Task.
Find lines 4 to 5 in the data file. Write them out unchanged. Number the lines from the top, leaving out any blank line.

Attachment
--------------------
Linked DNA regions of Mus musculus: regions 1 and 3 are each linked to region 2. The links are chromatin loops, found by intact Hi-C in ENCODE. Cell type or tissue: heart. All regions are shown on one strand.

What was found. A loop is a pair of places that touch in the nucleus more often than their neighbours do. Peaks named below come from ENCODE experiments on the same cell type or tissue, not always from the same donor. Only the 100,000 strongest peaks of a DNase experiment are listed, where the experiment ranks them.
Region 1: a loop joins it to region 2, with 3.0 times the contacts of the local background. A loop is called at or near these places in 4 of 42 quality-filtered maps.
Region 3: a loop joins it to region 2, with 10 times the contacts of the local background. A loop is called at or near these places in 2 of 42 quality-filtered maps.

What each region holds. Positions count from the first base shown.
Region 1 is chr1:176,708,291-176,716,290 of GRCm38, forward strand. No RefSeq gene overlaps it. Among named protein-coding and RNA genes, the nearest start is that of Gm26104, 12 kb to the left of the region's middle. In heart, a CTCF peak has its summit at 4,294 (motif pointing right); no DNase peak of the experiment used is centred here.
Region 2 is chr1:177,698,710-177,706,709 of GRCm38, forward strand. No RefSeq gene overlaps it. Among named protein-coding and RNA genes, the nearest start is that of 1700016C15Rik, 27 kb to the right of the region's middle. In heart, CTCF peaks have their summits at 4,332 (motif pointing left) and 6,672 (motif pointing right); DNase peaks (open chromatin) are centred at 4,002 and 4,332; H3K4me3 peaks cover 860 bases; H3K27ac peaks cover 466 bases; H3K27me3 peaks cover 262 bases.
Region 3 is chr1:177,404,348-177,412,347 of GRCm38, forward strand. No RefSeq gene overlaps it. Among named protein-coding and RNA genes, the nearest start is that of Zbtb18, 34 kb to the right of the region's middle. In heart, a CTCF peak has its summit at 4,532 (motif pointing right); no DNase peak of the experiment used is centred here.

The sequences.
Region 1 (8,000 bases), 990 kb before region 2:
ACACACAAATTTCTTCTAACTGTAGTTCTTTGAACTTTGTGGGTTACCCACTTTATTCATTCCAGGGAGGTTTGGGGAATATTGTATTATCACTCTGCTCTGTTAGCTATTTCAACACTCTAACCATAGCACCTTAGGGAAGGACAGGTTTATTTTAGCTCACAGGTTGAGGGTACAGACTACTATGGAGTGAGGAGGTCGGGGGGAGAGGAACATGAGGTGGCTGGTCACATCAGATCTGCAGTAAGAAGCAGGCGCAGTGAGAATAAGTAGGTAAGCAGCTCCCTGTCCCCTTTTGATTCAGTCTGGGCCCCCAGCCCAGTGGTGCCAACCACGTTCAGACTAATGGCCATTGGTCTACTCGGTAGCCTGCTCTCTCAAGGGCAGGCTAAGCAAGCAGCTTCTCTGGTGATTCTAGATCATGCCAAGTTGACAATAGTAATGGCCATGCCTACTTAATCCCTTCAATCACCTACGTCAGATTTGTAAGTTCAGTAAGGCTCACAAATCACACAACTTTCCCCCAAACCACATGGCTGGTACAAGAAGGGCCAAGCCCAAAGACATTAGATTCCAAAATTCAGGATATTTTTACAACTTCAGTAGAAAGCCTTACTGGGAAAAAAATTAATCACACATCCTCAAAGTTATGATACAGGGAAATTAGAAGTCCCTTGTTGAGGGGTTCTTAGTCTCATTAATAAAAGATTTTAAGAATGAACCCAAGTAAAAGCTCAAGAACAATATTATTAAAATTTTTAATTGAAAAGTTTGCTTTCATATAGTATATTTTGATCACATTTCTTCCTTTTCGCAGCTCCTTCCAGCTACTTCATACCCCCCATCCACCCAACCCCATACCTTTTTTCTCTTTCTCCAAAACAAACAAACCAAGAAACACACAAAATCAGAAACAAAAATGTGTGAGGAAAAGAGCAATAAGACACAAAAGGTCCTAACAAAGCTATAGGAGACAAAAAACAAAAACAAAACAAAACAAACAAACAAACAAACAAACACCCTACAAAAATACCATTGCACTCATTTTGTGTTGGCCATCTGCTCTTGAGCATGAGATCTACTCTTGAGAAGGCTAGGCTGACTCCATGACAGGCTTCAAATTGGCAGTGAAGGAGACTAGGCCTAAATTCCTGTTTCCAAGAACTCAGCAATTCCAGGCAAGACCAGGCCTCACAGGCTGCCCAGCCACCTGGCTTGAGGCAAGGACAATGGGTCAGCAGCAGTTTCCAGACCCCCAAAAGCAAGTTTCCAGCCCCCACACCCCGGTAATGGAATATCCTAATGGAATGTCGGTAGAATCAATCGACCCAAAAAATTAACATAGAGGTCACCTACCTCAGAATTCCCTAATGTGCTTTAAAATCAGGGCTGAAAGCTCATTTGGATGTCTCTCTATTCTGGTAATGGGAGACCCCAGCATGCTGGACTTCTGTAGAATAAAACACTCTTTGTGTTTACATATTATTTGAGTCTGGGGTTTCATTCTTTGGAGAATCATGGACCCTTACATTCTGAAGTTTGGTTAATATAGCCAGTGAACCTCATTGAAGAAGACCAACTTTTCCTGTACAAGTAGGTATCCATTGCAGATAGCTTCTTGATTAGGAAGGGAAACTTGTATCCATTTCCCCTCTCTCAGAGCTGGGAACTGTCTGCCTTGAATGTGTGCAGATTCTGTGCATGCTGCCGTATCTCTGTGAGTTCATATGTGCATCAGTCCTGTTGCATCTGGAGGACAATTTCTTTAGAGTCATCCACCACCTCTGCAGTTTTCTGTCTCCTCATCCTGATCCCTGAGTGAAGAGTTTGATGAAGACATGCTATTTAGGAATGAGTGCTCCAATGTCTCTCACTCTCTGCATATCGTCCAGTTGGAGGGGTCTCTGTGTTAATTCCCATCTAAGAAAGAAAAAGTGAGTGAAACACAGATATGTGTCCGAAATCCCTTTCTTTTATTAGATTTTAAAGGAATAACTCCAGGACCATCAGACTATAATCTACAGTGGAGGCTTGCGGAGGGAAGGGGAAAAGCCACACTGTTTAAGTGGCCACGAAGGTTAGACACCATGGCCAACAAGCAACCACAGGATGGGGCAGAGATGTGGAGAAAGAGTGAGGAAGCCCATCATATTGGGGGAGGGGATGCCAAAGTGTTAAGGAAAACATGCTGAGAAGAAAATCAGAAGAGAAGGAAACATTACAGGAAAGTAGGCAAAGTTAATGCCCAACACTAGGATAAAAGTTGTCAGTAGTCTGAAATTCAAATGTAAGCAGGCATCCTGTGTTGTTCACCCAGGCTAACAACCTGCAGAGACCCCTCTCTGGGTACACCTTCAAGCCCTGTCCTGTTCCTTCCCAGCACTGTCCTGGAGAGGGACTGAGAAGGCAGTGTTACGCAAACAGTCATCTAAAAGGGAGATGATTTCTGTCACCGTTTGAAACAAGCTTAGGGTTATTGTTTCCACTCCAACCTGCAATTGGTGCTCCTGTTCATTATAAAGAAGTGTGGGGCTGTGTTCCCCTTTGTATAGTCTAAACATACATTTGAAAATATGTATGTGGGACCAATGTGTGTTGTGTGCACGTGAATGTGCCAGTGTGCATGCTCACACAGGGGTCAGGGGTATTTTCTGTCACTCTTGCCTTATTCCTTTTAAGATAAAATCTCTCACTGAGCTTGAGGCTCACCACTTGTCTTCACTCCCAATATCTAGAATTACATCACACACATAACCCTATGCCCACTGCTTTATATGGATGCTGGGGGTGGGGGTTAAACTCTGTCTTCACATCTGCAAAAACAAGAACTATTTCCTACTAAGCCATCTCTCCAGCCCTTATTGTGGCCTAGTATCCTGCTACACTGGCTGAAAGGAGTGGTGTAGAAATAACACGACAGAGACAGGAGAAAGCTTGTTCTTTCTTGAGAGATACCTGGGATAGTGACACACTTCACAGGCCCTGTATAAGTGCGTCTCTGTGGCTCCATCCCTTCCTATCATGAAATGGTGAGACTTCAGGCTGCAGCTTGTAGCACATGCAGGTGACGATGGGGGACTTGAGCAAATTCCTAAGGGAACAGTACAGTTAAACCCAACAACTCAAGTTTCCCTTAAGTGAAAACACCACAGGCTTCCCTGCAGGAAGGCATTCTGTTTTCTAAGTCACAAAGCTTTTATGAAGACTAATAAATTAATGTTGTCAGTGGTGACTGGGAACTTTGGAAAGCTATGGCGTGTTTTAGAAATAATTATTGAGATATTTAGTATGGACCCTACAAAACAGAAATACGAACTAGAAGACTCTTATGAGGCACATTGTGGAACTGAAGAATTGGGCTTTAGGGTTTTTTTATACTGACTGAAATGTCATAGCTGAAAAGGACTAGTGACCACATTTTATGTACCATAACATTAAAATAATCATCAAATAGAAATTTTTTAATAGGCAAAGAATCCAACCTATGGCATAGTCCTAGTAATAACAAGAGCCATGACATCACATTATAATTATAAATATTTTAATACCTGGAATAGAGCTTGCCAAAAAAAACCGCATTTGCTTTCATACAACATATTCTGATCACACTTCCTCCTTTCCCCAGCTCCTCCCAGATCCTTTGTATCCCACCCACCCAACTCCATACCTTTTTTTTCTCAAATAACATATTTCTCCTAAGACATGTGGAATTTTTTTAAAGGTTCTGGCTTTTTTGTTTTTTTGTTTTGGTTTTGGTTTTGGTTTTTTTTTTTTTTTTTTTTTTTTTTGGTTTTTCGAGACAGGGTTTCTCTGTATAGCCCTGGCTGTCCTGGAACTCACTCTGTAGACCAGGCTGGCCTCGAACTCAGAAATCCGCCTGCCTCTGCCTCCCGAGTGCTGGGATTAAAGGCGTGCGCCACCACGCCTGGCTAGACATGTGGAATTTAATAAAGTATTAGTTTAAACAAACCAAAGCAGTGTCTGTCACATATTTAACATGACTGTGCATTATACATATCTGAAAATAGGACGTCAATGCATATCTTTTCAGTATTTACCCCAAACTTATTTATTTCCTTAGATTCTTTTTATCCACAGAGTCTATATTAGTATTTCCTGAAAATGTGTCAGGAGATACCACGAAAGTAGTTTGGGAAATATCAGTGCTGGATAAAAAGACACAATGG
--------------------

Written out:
Region 3: a loop joins it to region 2, with 10 times the contacts of the local background. A loop is called at or near these places in 2 of 42 quality-filtered maps.

What each region holds. Positions count from the first base shown.